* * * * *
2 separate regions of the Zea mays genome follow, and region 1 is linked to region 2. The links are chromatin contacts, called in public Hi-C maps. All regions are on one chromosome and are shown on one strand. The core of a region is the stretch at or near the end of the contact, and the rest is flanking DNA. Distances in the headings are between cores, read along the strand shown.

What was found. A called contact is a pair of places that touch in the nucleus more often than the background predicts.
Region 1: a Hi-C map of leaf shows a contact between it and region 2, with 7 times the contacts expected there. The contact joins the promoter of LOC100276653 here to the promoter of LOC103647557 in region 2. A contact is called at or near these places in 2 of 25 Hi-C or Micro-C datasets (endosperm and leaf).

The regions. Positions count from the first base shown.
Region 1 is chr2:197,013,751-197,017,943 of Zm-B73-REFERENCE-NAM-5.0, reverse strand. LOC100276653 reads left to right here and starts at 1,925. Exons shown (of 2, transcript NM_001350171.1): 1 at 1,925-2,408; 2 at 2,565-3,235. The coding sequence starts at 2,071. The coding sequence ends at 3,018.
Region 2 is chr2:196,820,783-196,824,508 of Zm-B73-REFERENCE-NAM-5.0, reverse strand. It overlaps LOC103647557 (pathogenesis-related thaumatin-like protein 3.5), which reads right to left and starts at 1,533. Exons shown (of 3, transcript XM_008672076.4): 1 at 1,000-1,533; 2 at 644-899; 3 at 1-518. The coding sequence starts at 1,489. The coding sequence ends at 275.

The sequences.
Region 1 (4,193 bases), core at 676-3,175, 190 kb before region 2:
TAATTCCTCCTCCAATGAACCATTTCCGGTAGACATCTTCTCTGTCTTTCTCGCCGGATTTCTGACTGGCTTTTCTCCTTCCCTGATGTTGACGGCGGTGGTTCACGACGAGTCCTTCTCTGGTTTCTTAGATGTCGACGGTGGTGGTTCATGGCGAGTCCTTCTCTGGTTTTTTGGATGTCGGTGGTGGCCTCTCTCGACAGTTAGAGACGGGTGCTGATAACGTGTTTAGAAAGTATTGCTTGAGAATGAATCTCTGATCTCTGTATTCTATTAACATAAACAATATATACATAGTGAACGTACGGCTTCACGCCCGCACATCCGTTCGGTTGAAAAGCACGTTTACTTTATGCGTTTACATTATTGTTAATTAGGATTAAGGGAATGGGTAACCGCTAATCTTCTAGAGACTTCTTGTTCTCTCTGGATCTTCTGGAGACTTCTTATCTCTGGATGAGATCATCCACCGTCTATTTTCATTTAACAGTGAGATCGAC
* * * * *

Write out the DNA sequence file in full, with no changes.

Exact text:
2 separate regions of the Zea mays genome follow, and region 1 is linked to region 2. The links are chromatin contacts, called in public Hi-C maps. All regions are on one chromosome and are shown on one strand. The core of a region is the stretch at or near the end of the contact, and the rest is flanking DNA. Distances in the headings are between cores, read along the strand shown.

What was found. A called contact is a pair of places that touch in the nucleus more often than the background predicts.
Region 1: a Hi-C map of leaf shows a contact between it and region 2, with 7 times the contacts expected there. The contact joins the promoter of LOC100276653 here to the promoter of LOC103647557 in region 2. A contact is called at or near these places in 2 of 25 Hi-C or Micro-C datasets (endosperm and leaf).

The regions. Positions count from the first base shown.
Region 1 is chr2:197,013,751-197,017,943 of Zm-B73-REFERENCE-NAM-5.0, reverse strand. LOC100276653 reads left to right here and starts at 1,925. Exons shown (of 2, transcript NM_001350171.1): 1 at 1,925-2,408; 2 at 2,565-3,235. The coding sequence starts at 2,071. The coding sequence ends at 3,018.
Region 2 is chr2:196,820,783-196,824,508 of Zm-B73-REFERENCE-NAM-5.0, reverse strand. It overlaps LOC103647557 (pathogenesis-related thaumatin-like protein 3.5), which reads right to left and starts at 1,533. Exons shown (of 3, transcript XM_008672076.4): 1 at 1,000-1,533; 2 at 644-899; 3 at 1-518. The coding sequence starts at 1,489. The coding sequence ends at 275.

The sequences.
Region 1 (4,193 bases), core at 676-3,175, 190 kb before region 2:
TAATTCCTCCTCCAATGAACCATTTCCGGTAGACATCTTCTCTGTCTTTCTCGCCGGATTTCTGACTGGCTTTTCTCCTTCCCTGATGTTGACGGCGGTGGTTCACGACGAGTCCTTCTCTGGTTTCTTAGATGTCGACGGTGGTGGTTCATGGCGAGTCCTTCTCTGGTTTTTTGGATGTCGGTGGTGGCCTCTCTCGACAGTTAGAGACGGGTGCTGATAACGTGTTTAGAAAGTATTGCTTGAGAATGAATCTCTGATCTCTGTATTCTATTAACATAAACAATATATACATAGTGAACGTACGGCTTCACGCCCGCACATCCGTTCGGTTGAAAAGCACGTTTACTTTATGCGTTTACATTATTGTTAATTAGGATTAAGGGAATGGGTAACCGCTAATCTTCTAGAGACTTCTTGTTCTCTCTGGATCTTCTGGAGACTTCTTATCTCTGGATGAGATCATCCACCGTCTATTTTCATTTAACAGTGAGATCGAC